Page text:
The taxman’s interpretation of the Enterprise Investment Scheme (EIS) rules is to be challenged after an investor won the right to force HMRC to reconsider denying tax relief on the EIS investment he made.
The dispute centres on an investment made by Robert Ames back in 2005, when he invested £50,000 in shares in a start-up indoor skydiving company of which he was also one of the founding directors.
Mr Ames said he had obtained confirmation from HMRC that the shares were eligible for income tax relief under EIS rules at the time of investing. He also said he had been advised by HMRC in a recorded phone call that he would be exempt from capital gains tax (CGT) when he sold the shares.
The shares were sold for more than £300,000 in June 2011. But when the time came to claim the tax relief, the taxman said he was not eligible for the relief because he had not claimed income tax relief when he first made the investment.
This has left him with a tax liability of £72,176.80, according to his legal representative.
Mr Ames said he did not claim for income tax relief at the time of making the investment because, in the first year after making the investment, he lived on savings and didn’t take a salary from the business, and so had no significant income.
When he discovered the problem, Mr Ames tried to issue a late claim for income tax relief for the year in question, in order to trigger the capital gains tax relief. But HMRC told him it was too late to do so.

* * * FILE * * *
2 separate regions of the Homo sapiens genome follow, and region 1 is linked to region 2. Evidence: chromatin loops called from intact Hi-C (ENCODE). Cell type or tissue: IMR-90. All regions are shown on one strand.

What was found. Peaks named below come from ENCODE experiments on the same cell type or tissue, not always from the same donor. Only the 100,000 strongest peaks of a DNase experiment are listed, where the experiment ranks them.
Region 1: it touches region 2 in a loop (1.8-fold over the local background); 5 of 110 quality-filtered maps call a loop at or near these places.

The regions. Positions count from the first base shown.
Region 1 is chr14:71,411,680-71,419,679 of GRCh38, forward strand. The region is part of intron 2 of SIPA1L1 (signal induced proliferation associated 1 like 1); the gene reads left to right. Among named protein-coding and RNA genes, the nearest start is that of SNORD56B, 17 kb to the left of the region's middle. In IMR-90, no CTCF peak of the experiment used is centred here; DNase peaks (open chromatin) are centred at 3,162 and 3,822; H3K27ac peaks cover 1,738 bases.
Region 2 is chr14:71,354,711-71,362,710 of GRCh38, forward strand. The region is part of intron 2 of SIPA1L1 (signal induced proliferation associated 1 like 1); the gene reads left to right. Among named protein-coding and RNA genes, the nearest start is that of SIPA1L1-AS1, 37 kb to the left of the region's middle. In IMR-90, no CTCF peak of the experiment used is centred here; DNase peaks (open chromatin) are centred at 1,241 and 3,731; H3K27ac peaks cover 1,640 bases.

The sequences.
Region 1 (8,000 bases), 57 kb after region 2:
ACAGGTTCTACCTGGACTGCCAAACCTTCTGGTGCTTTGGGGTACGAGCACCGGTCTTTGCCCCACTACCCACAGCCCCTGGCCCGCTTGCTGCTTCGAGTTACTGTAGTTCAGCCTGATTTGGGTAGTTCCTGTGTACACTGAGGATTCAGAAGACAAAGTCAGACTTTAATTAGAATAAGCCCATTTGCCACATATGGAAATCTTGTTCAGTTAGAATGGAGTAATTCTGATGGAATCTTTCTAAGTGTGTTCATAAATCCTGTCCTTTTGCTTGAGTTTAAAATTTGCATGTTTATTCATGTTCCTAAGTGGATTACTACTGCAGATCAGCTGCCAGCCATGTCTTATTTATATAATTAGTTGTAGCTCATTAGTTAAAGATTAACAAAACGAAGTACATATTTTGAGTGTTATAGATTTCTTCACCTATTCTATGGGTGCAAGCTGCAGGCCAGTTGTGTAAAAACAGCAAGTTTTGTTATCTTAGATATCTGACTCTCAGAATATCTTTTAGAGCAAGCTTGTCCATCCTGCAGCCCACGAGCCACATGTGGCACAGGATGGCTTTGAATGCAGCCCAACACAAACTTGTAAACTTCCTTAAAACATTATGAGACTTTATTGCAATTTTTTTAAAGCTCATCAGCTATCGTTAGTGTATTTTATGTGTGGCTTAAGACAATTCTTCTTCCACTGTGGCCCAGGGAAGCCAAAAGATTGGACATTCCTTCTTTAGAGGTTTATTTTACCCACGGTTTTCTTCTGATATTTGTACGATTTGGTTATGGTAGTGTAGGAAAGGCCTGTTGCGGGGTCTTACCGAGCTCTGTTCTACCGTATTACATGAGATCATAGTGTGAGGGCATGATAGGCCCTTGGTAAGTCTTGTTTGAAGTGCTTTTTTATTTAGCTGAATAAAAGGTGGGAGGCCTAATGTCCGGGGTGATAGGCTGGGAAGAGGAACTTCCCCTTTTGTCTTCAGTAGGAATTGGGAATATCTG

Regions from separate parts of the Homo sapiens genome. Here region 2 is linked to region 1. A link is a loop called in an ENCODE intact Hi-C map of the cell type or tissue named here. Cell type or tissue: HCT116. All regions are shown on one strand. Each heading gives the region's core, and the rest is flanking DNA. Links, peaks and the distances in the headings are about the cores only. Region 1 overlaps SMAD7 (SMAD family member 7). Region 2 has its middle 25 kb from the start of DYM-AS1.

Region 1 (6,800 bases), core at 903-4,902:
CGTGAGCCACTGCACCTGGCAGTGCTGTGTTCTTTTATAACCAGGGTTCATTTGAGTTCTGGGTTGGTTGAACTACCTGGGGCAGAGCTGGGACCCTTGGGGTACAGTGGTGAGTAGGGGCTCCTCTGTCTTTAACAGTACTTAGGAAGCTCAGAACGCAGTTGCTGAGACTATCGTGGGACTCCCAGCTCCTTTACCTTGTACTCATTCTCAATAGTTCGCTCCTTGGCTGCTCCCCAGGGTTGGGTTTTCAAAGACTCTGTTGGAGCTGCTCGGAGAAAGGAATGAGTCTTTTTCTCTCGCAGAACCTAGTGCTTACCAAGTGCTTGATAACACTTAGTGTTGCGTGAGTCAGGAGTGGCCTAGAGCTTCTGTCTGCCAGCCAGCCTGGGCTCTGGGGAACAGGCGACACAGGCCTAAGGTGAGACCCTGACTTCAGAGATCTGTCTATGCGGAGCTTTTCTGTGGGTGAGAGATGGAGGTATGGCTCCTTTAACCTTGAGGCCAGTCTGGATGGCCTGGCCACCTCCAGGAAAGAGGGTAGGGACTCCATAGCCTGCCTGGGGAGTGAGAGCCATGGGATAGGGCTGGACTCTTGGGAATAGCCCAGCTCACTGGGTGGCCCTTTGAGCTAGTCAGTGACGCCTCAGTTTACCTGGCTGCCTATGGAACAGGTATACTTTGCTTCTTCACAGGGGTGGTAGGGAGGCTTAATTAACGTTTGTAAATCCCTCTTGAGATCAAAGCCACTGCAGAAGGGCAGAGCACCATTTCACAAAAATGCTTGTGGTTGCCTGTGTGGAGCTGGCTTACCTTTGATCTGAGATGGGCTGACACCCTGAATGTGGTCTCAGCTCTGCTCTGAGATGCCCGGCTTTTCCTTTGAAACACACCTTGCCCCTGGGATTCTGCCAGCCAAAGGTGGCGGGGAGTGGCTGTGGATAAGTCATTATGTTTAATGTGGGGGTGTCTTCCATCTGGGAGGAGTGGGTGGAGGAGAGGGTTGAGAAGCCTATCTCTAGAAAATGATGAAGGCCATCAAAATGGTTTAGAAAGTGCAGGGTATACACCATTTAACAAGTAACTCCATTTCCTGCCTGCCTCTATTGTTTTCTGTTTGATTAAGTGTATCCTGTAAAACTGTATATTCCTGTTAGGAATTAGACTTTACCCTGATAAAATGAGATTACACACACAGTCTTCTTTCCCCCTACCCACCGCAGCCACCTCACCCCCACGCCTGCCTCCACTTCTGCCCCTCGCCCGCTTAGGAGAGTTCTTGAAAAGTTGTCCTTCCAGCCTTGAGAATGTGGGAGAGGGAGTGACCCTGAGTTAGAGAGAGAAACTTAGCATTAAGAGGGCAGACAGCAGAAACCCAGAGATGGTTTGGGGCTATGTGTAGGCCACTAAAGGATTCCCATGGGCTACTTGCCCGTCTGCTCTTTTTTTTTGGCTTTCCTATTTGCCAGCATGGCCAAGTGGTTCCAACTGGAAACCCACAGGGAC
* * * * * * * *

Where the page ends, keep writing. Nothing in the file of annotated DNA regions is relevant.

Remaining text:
He challenged HMRC’s interpretation of the rules at a First Tier Tribunal (FTT) in 2015 and lost, and he also lost a subsequent appeal.
But after challenging HMRC in the Upper Tribunal in April 2018, the tribunal asked HMRC to reconsider its actions in the case in a draft judgement in June.
HMRC has yet to declare its final decision on the case, leaving Mr Ames with one month to appeal the decision after it has done so.
Alex Davies, co-founder of the Wealth Club, which specialises in tax efficient investments, said other investors could find themselves in the same situation. Though he thought the rules were "very clear".
He said: "It has always been my understanding that you will only receive capital gains tax relief if you also received income tax relief on that investment.
"In my experience the initial tax relief is extremely important in most peoples’ decision to invest in companies qualifying for EIS, therefore I do not believe there will many investors who inadvertently end up like the person in this case, although of course there will be some.
But he added: "I believe the judicial review is not deciding on whether the rule is correct, just whether or not HMRC should have applied some discretion with this particular case.
"Ultimately if he wins, this is good for investors as it does give them some leeway years down the line, if they have inadvertently not followed the rules correctly."